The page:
All systems… no

Motherhood needn’t kill your ambition… or your productivity

With over one million #mumpreneur posts on Instagram, it’s clear that motherhood and business often go together like peas and carrots. Nothing boosts your creativity like creating a little human. Yet when it comes to practical advice on managing your new life and working at home with a little one, the productivity experts are frustratingly quiet. You’re left to stumble along, working through meltdowns (yours and your baby’s), figuring it out as you go along.

Welcome to the juggle that is motherhood.

What does success look like to you?

In your pre-kid life, you may have harboured delightful fantasies about how much you could accomplish on maternity leave. Once your little one has arrived and you’ve had a taste of what baby life is really like, you might find it’s time to adjust your expectations of yourself.

“I thought he would sleep in his bed and be happy to be away from me,” says founder of Seedling Digital, Nikki Hamilton. “I planned to use his nap times during the week to get work done and thought I’d work late at night if I needed to, but the reality was very different. I feel like I didn’t put him down for five months straight. He would only sleep if I were holding him.”

The competing demands of business and motherhood are humbling. If you’re going to thrive, you’ll need a new definition of success – one that’s focused on living and acting within your values, rather than on task accomplishment. Step back and recognise how much you are achieving each day in simply caring for your child, and ask for help from your support network when you need it.

“Taking care of a baby is incredibly demanding, it involves hundreds of little interactions every day. Often these moments are taken for granted or not seen as visible achievements, however each of these interactions is an opportunity to connect and express love. Meeting your baby’s needs in a loving and connected way is a massive achievement. Anything achieved in addition to this is can be viewed as a bonus,” says registered psychologist Renae Jarret.

Forget goals… focus on your systems

Setting goals is fantastic but if you make them your focus, you may find yourself falling frustratingly short. As a work-at-home parent, you’re better off directing your energy into the systems or processes that support your targets. As author James Clear states in his blockbuster book Atomic Habits, “You do not rise to the level of your goals. You fall to the level of your systems.”

My goal – to be a successful, working writer – hasn’t changed, but in the first year of my son’s life, my processes had to shift and adapt significantly to achieve this. From working at the kitchen bench with him in a baby sling in the newborn days, to having a full-blown babyproof office as he tottered toward toddlerhood, I’ve found peace (and success) in going with his flow.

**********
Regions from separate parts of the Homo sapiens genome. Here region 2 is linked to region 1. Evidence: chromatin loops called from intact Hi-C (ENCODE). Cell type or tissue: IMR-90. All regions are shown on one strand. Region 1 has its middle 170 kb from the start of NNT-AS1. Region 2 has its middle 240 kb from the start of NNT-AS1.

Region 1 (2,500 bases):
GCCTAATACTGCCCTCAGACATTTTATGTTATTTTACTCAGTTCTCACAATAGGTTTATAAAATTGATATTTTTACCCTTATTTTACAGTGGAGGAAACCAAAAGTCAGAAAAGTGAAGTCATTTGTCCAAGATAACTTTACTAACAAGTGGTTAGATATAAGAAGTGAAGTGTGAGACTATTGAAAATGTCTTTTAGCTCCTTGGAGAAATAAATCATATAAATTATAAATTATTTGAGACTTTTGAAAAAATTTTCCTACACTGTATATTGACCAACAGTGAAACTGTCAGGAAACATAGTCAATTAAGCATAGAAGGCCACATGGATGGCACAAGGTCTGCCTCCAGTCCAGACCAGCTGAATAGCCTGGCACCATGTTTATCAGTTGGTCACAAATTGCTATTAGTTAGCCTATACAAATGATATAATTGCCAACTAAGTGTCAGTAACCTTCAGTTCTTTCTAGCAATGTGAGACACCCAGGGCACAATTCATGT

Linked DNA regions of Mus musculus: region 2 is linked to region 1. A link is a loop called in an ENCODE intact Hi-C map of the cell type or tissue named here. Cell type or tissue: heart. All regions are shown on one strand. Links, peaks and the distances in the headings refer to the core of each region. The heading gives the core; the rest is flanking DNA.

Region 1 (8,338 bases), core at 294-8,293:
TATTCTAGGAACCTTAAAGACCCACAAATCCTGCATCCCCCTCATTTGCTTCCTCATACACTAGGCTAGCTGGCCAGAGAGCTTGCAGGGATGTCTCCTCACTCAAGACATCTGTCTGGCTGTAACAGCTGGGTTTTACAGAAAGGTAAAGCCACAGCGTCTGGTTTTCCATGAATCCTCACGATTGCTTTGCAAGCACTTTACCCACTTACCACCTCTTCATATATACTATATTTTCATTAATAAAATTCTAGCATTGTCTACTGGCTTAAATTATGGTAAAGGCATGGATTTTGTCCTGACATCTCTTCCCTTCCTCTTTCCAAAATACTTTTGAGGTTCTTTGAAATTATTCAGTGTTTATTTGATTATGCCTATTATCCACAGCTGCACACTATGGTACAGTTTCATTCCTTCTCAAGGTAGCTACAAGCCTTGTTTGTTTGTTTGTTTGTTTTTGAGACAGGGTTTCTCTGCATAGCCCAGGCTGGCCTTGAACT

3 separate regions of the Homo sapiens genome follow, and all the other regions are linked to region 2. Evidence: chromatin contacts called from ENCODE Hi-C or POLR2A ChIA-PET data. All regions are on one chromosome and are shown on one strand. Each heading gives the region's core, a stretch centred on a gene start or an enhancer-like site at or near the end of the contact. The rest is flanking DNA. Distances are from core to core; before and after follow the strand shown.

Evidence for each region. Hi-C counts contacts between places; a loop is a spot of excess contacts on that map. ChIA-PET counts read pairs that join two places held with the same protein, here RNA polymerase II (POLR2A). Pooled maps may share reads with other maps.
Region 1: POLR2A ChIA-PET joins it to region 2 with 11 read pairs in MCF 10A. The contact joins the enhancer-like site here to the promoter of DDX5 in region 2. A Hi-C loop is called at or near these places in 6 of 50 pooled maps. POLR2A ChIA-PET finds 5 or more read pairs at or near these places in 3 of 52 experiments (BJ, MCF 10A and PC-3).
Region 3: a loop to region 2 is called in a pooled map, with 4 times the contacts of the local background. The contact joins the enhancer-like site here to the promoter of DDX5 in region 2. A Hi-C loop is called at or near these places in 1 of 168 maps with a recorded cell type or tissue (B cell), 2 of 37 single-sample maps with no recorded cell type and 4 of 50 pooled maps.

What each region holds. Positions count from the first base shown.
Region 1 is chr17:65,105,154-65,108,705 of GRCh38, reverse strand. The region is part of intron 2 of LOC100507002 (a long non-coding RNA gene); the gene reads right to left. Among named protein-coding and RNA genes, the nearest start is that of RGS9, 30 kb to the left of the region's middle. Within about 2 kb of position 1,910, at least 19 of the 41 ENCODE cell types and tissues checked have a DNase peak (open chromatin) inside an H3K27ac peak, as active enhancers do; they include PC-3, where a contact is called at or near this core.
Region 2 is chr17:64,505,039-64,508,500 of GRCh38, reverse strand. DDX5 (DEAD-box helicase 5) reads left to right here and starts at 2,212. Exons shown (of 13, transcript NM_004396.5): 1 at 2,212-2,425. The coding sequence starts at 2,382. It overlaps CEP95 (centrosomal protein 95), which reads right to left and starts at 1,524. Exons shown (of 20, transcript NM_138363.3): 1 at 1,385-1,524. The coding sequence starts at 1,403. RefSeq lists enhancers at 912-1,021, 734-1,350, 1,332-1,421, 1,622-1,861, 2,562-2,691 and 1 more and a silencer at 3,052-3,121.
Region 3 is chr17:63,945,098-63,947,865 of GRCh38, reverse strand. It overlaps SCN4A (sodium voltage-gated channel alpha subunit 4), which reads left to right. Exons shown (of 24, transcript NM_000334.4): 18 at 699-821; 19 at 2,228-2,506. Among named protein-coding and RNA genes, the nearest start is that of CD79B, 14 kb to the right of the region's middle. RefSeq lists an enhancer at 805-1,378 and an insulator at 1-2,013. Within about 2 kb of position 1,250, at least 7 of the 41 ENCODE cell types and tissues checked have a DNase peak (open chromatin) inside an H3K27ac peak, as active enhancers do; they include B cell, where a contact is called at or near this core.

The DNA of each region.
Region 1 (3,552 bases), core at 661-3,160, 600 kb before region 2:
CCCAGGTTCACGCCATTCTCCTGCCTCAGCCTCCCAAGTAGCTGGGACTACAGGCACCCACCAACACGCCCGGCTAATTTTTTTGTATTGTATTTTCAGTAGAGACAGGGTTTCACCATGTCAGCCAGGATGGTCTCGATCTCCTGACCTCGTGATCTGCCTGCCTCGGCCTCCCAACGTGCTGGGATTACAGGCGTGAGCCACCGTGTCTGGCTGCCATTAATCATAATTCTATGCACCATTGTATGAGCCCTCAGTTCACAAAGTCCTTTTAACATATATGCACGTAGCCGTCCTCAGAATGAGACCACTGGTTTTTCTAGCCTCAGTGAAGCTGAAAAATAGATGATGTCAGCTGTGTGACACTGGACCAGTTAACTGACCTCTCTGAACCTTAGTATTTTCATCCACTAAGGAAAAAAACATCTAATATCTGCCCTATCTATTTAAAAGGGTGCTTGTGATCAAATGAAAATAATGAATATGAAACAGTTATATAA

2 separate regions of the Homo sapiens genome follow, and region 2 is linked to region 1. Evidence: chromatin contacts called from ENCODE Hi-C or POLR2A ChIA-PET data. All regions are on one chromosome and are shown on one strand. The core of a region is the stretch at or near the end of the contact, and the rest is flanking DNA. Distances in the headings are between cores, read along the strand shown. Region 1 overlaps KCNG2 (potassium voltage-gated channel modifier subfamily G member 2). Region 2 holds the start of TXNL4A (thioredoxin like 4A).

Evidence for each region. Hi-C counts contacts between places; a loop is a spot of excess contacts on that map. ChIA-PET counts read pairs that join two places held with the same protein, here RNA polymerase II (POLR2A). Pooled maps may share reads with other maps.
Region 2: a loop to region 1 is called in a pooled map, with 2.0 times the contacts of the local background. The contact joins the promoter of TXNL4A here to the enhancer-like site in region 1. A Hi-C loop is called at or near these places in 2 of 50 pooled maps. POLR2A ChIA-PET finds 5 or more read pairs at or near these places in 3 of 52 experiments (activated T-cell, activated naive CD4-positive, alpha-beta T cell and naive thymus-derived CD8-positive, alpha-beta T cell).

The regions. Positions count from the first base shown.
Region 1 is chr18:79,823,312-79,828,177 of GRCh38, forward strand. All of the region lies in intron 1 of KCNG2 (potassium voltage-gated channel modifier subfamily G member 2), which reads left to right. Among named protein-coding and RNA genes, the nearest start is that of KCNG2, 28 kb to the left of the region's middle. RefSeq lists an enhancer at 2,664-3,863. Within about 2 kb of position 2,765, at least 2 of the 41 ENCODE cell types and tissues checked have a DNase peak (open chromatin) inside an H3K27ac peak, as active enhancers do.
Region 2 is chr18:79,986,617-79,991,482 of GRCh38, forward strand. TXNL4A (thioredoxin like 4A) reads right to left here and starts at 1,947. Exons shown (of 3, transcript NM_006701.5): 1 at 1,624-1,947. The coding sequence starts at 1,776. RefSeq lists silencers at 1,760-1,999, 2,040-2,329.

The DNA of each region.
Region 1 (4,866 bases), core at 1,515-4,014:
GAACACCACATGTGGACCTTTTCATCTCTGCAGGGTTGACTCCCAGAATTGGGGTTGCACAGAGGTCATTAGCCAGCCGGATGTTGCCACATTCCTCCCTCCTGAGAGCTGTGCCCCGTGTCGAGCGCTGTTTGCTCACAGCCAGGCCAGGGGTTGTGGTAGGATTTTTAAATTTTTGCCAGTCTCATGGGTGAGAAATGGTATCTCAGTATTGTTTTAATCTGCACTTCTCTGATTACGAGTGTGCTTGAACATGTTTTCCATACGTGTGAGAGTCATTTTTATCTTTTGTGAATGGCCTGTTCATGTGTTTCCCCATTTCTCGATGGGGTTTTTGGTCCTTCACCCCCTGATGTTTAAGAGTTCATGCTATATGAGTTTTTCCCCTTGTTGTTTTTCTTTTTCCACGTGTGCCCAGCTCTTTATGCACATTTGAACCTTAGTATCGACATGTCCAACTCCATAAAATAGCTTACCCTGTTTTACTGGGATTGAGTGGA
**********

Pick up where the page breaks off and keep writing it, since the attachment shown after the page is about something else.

For Nikki, automation and embracing digital technology was a big part of her success system. “If there was a task I was doing over and over, I’d find a way to automate it. For example, I wrote templates for client sales emails or Facebook responses I found myself writing over and over. I also worked on my phone a lot. I built keyboard shortcuts into my phone and would use them to quickly respond to an email while my son was occupied with something else.”

What works for you will be different to what works for someone else and their child. But if you can be flexible and adapt your approach, you won’t find yourself derailed when your baby reaches another indisputably exciting yet often impeding developmental milestone.

Working in micro blocks of time

Do you remember the old days of working in an office when you could ‘warm up’ to a challenging task with a coffee and a quick scan of your emails? As a mama juggler, you don’t have that luxury. You won’t feel it, but you’re about to become more productive than you’ve ever been in your entire life. Motherhood has given you a new superpower – the ability to work in micro blocks of time at a moment’s notice.

By keeping a prioritised running list, you can snatch five minutes in between baby care to handle an urgent business item, counsels Nikki. “The reality when you’re working for yourself and have a baby is that you need to be able to switch tasks very quickly, and put your whole brain into it. You don’t have time to mess around. Being present and mindful is a really important skill to foster.”

Although life as a work-at-home mum can be overwhelming and make you feel as though you’re nurturing two babies instead of one, it’s important to keep sight of why you’re doing this: to provide a better life for your family and fulfil your own needs of self-actualisation. Yes, it’s a juggle, but the rewards outweigh the costs. Nothing cures a bad workday better than a gummy baby smile.

Annie Bucknall

Annie Bucknall describes her work environment as ‘curated chaos’.

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